Doctrine and Covenants 38:39

Jacob 2:18–19.

Matthew 6:19–21

1 Corinthians 2:12

Ephesians 5:20

1 Timothy 6:7–10;

2 Nephi 9:51.

CONCLUSION

If used with an eternal perspective, money can be a blessing to eternal marriages. If used with a worldly perspective, money issues can destroy marriages. The scriptures and prophets teach us principles that can help us use money in ways that will bless us and our families.

Lesson 14 – Managing Temporal Resources

DOCTRINAL OVERVIEW

President Heber J. Grant taught: “If there is any one thing that will bring peace and contentment into the human heart, and into the family, it is to live within our means. And if there is any one thing that is grinding, and discouraging and disheartening it is to have debts and obligations that one cannot meet” (Relief Society Magazine, May 1932, 302).

Sixty-six years later, President Gordon B. Hinckley told the priesthood in conference: “Now, brethren, I want to make it very clear that I am not prophesying, that I am not predicting years of famine in the future. But I am suggesting that the time has come to get our houses in order. . . . “I urge you, brethren, to look to the condition of your finances. I urge you to be modest in your expenditures; discipline yourselves in your purchases to avoid debt to the extent possible. Pay off debt as quickly as you can, and free yourselves from bondage” (in Conference Report, Oct. 1998, 70, 72; or Ensign, Nov. 1998, 53–54; student manual, 61–62).

PRINCIPLE

Happiness in marriage is more likely if couples prepare now for difficult economic times.

President Hinckley’s address, “To the Boys and to the Men” (student manual, 60–62).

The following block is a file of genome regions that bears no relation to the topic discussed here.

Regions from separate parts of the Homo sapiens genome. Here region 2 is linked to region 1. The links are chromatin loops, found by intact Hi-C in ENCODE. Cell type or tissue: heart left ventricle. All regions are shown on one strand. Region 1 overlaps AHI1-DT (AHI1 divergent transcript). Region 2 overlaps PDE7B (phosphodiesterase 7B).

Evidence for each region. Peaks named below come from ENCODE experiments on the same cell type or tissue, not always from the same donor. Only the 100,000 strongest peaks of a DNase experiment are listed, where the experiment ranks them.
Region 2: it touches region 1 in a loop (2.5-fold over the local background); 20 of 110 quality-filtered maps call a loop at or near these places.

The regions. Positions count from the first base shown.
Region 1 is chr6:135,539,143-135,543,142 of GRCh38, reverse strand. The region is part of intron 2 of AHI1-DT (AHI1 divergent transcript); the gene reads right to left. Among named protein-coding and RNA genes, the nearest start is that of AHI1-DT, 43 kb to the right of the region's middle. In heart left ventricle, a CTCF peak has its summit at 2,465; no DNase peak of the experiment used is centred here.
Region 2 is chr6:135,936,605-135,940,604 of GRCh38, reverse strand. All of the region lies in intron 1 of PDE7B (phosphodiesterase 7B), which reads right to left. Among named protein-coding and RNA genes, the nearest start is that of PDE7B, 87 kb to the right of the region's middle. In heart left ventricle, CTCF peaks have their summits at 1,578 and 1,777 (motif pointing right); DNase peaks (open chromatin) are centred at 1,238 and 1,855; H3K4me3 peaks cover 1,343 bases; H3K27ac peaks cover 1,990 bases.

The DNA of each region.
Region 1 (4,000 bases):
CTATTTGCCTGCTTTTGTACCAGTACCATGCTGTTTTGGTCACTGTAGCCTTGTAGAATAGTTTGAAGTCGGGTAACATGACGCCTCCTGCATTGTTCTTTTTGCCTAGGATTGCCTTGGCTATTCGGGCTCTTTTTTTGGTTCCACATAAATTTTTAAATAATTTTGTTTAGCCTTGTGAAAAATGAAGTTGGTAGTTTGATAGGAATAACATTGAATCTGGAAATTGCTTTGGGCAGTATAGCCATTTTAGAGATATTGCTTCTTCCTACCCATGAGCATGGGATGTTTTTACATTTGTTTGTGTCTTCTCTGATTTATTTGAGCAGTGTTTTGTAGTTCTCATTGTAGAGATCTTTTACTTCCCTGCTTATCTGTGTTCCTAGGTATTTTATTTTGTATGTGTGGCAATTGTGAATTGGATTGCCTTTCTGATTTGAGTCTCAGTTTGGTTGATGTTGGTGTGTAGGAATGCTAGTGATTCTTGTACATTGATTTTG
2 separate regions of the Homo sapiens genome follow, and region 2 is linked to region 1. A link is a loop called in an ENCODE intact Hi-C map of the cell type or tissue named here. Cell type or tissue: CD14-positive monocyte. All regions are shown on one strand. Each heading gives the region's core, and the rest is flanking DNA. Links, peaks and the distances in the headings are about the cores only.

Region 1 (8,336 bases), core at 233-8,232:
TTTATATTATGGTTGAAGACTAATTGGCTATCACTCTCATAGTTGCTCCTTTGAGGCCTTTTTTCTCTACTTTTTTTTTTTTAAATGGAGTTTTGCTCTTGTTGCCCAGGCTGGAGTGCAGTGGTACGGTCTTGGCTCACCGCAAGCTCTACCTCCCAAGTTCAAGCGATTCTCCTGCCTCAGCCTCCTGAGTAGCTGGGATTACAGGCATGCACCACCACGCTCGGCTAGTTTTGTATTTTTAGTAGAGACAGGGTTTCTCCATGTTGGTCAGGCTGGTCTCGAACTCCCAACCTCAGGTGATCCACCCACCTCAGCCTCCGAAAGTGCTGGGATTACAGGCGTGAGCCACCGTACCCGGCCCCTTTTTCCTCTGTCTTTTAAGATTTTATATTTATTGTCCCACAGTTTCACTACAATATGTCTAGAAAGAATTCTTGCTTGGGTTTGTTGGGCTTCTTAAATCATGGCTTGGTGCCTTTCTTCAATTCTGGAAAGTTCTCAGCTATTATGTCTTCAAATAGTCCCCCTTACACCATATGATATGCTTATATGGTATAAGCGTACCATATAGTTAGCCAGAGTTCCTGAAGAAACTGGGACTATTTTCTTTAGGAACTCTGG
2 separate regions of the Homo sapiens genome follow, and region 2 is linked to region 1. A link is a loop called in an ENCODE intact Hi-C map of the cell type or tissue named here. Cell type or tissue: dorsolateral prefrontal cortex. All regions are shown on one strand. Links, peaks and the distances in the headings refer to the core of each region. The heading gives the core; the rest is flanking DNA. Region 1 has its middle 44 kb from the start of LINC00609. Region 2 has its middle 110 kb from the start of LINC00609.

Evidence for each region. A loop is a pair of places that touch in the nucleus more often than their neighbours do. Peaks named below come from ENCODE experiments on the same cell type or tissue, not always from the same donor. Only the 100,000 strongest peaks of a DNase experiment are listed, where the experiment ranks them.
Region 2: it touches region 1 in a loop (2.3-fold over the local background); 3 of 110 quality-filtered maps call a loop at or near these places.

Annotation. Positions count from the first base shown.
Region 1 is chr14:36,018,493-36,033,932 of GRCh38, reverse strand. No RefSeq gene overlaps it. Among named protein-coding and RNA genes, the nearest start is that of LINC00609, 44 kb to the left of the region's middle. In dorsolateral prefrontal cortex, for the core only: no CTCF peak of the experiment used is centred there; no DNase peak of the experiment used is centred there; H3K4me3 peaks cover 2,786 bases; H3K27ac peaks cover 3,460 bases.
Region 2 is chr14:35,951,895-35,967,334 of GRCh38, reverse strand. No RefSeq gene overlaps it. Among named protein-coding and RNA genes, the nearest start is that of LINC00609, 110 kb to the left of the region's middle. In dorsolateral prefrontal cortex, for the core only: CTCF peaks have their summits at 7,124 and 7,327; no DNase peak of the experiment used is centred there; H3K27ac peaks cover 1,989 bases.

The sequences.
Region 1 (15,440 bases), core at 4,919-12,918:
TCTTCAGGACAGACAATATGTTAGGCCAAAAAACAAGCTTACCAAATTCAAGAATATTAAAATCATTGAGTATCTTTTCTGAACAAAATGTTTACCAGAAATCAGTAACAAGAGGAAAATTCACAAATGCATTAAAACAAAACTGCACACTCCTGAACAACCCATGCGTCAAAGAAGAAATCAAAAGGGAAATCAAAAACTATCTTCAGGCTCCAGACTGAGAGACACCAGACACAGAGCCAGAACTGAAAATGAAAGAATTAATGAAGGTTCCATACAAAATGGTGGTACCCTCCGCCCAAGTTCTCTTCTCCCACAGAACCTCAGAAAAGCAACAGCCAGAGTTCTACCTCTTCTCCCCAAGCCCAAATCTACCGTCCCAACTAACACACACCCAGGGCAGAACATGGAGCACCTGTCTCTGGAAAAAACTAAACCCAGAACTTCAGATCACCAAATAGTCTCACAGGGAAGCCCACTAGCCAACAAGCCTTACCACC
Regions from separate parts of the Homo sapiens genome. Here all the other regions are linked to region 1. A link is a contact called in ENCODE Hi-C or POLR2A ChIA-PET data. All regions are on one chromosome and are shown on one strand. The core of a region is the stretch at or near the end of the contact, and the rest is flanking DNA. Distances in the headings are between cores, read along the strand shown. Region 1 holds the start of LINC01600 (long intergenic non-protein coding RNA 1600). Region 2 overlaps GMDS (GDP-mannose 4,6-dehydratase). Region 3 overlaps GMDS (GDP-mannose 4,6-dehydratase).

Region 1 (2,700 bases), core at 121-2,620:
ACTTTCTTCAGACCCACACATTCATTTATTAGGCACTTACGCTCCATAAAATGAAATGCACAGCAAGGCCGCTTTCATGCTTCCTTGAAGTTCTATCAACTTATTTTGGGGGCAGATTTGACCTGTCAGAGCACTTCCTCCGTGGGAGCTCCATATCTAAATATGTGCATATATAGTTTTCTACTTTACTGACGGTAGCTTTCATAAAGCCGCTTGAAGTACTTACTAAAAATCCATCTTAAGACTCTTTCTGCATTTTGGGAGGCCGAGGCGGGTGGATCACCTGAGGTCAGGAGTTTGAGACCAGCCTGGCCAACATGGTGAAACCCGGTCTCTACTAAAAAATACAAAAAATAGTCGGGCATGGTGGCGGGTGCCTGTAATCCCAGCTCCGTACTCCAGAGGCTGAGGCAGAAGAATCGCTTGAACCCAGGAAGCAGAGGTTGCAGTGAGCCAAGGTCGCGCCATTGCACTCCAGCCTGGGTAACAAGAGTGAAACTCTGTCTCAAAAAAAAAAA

To prepare for the future, we should :

  • Understand interest and avoid paying it.
  • Buy a home that we can afford.
  • Prepare for emergencies.
  • Live within our means.
  • Become self-reliant..
  • Be modest in expenditures.
  • Discipline ourselves in our purchases to avoid debt.
  • Pay off debt as quickly as we can.
  • Keep a reserve of money, even if it is small

Selected Teachings from “Debt” (student manual, 59–60).

President Gordon B. Hinckley: “To satisfy our desires, we go into debt, dissipate our resources in the payment of high interest, and become as slaves working to pay it off. . . .“I commend to you the virtues of thrift and industry. . . . It is work and thrift that make the family independent” (“‘Thou Shalt Not Covet,’” Ensign, Mar. 1990, 4).

Elder James E. Faust: “It is important to learn to distinguish between wants and needs. It takes self-discipline to avoid the ‘buy now, pay later’ philosophy and to adopt the ‘save now and buy later’ practice. . . . “Owning a home free of debt is an important goal of provident living. . . . Homes that are free and clear of mortgages and liens cannot be foreclosed on. . . . “. . . Independence means many things. It means. . . being free of personal debt and of the interest and carrying charges required by debt the world over” (in Conference Report, Apr. 1986, 24–25; or Ensign, May 1986, 20–21).

President J. Reuben Clark Jr.: